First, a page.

Lastly it is important to make sure that the cage door is properly sealed and there are no gaps when it is closed. If you live in a baboon- or monkey-infested area, then be sure to make it difficult to open as these guys are pretty sharp when it comes to figuring out latches and locks. Some of my neighbors prefer to have a closed up cage that can be opened by unhooking some of the fence and entering that way. This makes it confusing for them to find the entrance. I made a simple wire door in a bamboo frame which latches closed with wire hooks. This seems to work well because the bamboo is too heavy for the monkeys to move themselves and it sits flush against the cage wall.

The next step is growing your vegetables. Beware of the fact that some of your veggies may grow quite close to the cage wall and animals may still be able to reach into the cage by sticking an arm through the wires and grabbing what they can. I have caught a monkey in the act of doing this but that is what I would consider to be an acceptable loss as I have not sustained much damage to my garden since erecting the cage. I like to grow granadillas on the fence as their fruit is well hidden under the foliage and often droops down into the cage but any fruiting vine will make your cage look beautiful and provide you some extra space for growing. The rest is all about what you choose to do with the space. I have always believed that a good garden doesn’t need a lot of space — this cage being only 6m x 6m. I do feel that it could be bigger but only because it’s nice to be able to rotate your garden from time to time or grow a green manure crop on one side for a year in order to let the soil replenish itself.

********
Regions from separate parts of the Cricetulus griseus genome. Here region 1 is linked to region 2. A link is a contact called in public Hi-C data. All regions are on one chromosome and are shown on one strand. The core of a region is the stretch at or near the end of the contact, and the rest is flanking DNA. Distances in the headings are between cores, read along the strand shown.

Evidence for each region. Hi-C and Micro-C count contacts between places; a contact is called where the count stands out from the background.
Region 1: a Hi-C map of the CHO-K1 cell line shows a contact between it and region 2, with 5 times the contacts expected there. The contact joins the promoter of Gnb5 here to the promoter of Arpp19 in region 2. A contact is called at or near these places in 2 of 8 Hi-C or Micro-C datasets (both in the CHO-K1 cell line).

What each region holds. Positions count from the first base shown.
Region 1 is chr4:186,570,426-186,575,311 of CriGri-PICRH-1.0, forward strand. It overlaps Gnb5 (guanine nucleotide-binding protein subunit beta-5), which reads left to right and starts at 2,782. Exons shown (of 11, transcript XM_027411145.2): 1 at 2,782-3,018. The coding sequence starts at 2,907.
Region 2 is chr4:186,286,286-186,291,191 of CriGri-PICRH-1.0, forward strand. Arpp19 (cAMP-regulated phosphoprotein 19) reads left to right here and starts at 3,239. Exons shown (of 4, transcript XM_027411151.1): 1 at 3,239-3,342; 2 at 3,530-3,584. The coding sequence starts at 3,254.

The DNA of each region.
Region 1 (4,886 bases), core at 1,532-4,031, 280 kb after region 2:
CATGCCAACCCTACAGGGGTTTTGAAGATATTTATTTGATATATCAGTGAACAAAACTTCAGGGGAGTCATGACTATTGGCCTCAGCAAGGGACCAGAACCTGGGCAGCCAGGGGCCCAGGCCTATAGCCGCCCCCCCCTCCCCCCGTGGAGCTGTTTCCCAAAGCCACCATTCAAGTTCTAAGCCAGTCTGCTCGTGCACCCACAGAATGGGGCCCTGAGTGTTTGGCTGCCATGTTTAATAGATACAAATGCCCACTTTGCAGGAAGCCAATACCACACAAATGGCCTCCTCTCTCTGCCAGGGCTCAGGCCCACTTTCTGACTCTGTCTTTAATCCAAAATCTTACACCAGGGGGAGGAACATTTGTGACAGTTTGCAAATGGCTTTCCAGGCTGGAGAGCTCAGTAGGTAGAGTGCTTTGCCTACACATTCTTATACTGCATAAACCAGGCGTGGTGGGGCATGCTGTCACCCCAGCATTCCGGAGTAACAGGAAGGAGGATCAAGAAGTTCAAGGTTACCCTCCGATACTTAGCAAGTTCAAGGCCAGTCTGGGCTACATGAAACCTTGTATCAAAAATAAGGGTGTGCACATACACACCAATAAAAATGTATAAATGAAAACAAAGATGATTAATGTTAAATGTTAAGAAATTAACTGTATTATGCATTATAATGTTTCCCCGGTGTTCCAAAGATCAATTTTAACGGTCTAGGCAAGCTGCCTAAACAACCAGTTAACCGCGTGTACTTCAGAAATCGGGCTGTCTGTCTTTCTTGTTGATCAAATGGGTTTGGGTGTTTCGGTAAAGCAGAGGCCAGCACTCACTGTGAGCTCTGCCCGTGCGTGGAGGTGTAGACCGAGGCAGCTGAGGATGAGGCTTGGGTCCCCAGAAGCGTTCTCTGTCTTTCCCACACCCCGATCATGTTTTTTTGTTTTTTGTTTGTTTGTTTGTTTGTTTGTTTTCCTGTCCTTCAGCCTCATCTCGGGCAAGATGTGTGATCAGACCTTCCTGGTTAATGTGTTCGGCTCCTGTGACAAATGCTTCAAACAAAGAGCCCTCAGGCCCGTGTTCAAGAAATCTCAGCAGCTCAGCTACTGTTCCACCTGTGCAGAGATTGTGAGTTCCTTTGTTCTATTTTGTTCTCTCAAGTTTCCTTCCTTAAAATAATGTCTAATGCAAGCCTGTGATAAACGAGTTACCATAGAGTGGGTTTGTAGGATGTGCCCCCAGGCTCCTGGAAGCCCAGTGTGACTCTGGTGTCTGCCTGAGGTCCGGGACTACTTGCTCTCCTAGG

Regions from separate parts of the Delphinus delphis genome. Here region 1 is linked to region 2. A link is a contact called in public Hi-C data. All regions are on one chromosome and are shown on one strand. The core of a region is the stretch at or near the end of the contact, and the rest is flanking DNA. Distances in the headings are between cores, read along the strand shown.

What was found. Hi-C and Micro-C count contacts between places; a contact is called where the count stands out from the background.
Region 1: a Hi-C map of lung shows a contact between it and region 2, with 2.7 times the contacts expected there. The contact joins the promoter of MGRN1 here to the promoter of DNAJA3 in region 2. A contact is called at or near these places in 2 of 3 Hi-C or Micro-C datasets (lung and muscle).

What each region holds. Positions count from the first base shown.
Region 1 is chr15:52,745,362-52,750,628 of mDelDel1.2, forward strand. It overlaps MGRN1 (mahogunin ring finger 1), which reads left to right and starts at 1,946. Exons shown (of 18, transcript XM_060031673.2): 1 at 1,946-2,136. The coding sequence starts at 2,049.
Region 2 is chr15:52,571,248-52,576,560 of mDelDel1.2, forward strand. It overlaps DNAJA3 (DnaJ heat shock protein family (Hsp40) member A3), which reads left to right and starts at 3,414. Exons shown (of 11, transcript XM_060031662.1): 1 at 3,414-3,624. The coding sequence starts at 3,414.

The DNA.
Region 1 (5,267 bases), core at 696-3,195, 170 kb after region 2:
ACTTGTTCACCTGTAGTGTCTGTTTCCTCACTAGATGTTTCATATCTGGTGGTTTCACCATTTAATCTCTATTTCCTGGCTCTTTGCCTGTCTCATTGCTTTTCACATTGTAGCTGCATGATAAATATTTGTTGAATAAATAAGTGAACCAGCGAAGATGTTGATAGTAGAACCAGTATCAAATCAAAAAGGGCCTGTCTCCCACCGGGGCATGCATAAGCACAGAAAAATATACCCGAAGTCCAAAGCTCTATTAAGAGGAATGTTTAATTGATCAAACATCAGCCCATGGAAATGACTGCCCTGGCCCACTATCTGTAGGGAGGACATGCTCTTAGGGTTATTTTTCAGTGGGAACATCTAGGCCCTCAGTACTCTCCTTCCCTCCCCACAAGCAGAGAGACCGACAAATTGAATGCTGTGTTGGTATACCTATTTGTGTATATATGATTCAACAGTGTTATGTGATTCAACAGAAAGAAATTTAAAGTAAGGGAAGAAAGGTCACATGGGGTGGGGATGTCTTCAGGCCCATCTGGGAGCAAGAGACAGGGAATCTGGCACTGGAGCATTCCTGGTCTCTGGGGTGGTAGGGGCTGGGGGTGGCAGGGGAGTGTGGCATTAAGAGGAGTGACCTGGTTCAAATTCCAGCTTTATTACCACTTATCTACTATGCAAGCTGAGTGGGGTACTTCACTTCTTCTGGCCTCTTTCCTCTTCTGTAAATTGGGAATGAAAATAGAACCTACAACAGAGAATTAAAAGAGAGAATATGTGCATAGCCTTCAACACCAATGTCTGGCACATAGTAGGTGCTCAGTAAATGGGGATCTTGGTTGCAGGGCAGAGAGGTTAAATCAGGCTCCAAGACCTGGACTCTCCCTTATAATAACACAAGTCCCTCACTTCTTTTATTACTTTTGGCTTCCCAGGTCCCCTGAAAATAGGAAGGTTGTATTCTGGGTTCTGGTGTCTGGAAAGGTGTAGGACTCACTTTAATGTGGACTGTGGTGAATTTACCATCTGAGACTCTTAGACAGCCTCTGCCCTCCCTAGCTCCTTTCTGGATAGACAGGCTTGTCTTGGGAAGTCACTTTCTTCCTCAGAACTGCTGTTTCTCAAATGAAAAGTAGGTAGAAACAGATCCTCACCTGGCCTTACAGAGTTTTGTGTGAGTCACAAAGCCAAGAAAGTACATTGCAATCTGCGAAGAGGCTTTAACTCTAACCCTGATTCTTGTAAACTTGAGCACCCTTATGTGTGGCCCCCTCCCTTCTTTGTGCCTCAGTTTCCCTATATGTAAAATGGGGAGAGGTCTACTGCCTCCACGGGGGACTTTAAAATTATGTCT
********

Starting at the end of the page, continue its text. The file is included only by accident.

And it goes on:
1. Hi Melloson

    Thanks for sharing this unique experience.

    People who have issues with monkeys in semi-urban environments here in Durban sometimes find that placing a few realistic looking rubber-snakes around the place can help keep them away or at least make them a tad more nervous about approaching. I’m not sure if this would work with your bush-ready troop? Maybe a large one hung up on top of the cage….moved every so often to keep them guessing?